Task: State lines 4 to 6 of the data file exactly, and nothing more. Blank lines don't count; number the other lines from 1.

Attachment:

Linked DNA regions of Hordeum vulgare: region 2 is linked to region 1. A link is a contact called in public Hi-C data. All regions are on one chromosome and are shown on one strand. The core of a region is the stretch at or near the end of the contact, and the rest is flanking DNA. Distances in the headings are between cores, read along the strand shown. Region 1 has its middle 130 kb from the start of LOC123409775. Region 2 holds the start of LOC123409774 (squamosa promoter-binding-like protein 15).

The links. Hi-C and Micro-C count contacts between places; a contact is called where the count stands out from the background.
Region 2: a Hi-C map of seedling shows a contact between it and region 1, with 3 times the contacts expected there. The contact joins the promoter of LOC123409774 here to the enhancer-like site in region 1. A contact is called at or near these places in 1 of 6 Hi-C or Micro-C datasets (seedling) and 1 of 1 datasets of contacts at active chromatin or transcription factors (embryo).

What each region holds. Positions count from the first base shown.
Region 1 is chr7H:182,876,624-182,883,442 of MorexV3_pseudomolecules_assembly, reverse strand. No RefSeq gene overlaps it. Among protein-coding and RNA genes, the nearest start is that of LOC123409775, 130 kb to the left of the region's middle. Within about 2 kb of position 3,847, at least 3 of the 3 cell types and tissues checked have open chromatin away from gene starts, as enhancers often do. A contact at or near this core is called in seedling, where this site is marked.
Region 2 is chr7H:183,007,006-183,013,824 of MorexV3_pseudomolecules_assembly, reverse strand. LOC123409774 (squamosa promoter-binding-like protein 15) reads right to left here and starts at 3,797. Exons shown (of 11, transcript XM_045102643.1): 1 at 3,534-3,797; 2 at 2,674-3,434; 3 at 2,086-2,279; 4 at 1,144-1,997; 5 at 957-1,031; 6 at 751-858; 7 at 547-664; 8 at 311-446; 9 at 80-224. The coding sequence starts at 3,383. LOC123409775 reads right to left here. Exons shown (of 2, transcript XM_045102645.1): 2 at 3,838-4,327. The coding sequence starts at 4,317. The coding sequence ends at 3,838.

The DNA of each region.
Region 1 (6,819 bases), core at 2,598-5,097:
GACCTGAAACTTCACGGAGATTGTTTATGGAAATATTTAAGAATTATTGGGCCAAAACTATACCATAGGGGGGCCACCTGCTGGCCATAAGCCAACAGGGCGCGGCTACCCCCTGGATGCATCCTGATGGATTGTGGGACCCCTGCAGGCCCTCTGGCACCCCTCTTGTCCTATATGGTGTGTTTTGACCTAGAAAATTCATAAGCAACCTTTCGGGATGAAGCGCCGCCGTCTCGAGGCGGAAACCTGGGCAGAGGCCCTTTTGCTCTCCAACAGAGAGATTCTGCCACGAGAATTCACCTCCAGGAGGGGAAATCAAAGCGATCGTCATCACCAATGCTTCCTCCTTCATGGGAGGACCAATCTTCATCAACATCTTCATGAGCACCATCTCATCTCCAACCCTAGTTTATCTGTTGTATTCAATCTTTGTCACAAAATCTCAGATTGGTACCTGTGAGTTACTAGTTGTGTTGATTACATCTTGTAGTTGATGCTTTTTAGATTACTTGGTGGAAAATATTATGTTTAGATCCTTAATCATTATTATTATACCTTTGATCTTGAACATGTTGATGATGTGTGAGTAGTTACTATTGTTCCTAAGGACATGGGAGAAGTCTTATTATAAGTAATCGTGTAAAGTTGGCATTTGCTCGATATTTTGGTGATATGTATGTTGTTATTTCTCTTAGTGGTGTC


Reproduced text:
What each region holds. Positions count from the first base shown.
Region 1 is chr7H:182,876,624-182,883,442 of MorexV3_pseudomolecules_assembly, reverse strand. No RefSeq gene overlaps it. Among protein-coding and RNA genes, the nearest start is that of LOC123409775, 130 kb to the left of the region's middle. Within about 2 kb of position 3,847, at least 3 of the 3 cell types and tissues checked have open chromatin away from gene starts, as enhancers often do. A contact at or near this core is called in seedling, where this site is marked.
Region 2 is chr7H:183,007,006-183,013,824 of MorexV3_pseudomolecules_assembly, reverse strand. LOC123409774 (squamosa promoter-binding-like protein 15) reads right to left here and starts at 3,797. Exons shown (of 11, transcript XM_045102643.1): 1 at 3,534-3,797; 2 at 2,674-3,434; 3 at 2,086-2,279; 4 at 1,144-1,997; 5 at 957-1,031; 6 at 751-858; 7 at 547-664; 8 at 311-446; 9 at 80-224. The coding sequence starts at 3,383. LOC123409775 reads right to left here. Exons shown (of 2, transcript XM_045102645.1): 2 at 3,838-4,327. The coding sequence starts at 4,317. The coding sequence ends at 3,838.